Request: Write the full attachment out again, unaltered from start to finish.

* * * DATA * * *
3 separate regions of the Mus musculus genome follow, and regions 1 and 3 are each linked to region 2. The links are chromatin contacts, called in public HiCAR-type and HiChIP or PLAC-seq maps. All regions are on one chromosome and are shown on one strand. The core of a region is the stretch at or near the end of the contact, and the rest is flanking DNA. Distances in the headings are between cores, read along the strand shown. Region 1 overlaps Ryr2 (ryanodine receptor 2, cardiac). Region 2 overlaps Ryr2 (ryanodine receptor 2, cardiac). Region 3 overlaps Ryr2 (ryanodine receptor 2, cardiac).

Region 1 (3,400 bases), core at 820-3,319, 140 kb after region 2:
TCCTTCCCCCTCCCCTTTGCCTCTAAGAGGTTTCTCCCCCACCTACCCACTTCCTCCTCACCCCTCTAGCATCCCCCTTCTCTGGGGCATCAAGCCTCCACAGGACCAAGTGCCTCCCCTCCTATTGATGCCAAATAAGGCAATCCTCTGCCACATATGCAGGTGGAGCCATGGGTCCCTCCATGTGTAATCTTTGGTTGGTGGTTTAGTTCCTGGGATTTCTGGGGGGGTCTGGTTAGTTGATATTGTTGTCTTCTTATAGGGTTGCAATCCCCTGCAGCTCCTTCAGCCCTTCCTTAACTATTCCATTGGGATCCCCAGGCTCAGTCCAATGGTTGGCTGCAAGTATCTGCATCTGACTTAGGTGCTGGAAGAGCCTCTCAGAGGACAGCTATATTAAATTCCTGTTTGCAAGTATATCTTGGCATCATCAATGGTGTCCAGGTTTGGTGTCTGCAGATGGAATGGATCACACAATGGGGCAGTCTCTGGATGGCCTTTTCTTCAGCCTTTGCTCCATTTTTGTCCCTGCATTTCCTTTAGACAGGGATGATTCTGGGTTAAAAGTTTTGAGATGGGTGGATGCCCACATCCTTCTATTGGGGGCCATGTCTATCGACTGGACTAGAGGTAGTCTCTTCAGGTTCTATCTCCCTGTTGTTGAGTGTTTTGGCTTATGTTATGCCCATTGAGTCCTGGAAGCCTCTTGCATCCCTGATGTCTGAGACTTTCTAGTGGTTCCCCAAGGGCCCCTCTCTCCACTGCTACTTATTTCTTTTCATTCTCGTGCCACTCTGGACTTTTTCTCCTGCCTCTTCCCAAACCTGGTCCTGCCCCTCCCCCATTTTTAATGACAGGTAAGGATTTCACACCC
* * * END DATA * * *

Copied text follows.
3 separate regions of the Mus musculus genome follow, and regions 1 and 3 are each linked to region 2. The links are chromatin contacts, called in public HiCAR-type and HiChIP or PLAC-seq maps. All regions are on one chromosome and are shown on one strand. The core of a region is the stretch at or near the end of the contact, and the rest is flanking DNA. Distances in the headings are between cores, read along the strand shown. Region 1 overlaps Ryr2 (ryanodine receptor 2, cardiac). Region 2 overlaps Ryr2 (ryanodine receptor 2, cardiac). Region 3 overlaps Ryr2 (ryanodine receptor 2, cardiac).

Region 1 (3,400 bases), core at 820-3,319, 140 kb after region 2:
TCCTTCCCCCTCCCCTTTGCCTCTAAGAGGTTTCTCCCCCACCTACCCACTTCCTCCTCACCCCTCTAGCATCCCCCTTCTCTGGGGCATCAAGCCTCCACAGGACCAAGTGCCTCCCCTCCTATTGATGCCAAATAAGGCAATCCTCTGCCACATATGCAGGTGGAGCCATGGGTCCCTCCATGTGTAATCTTTGGTTGGTGGTTTAGTTCCTGGGATTTCTGGGGGGGTCTGGTTAGTTGATATTGTTGTCTTCTTATAGGGTTGCAATCCCCTGCAGCTCCTTCAGCCCTTCCTTAACTATTCCATTGGGATCCCCAGGCTCAGTCCAATGGTTGGCTGCAAGTATCTGCATCTGACTTAGGTGCTGGAAGAGCCTCTCAGAGGACAGCTATATTAAATTCCTGTTTGCAAGTATATCTTGGCATCATCAATGGTGTCCAGGTTTGGTGTCTGCAGATGGAATGGATCACACAATGGGGCAGTCTCTGGATGGCCTTTTCTTCAGCCTTTGCTCCATTTTTGTCCCTGCATTTCCTTTAGACAGGGATGATTCTGGGTTAAAAGTTTTGAGATGGGTGGATGCCCACATCCTTCTATTGGGGGCCATGTCTATCGACTGGACTAGAGGTAGTCTCTTCAGGTTCTATCTCCCTGTTGTTGAGTGTTTTGGCTTATGTTATGCCCATTGAGTCCTGGAAGCCTCTTGCATCCCTGATGTCTGAGACTTTCTAGTGGTTCCCCAAGGGCCCCTCTCTCCACTGCTACTTATTTCTTTTCATTCTCGTGCCACTCTGGACTTTTTCTCCTGCCTCTTCCCAAACCTGGTCCTGCCCCTCCCCCATTTTTAATGACAGGTAAGGATTTCACACCC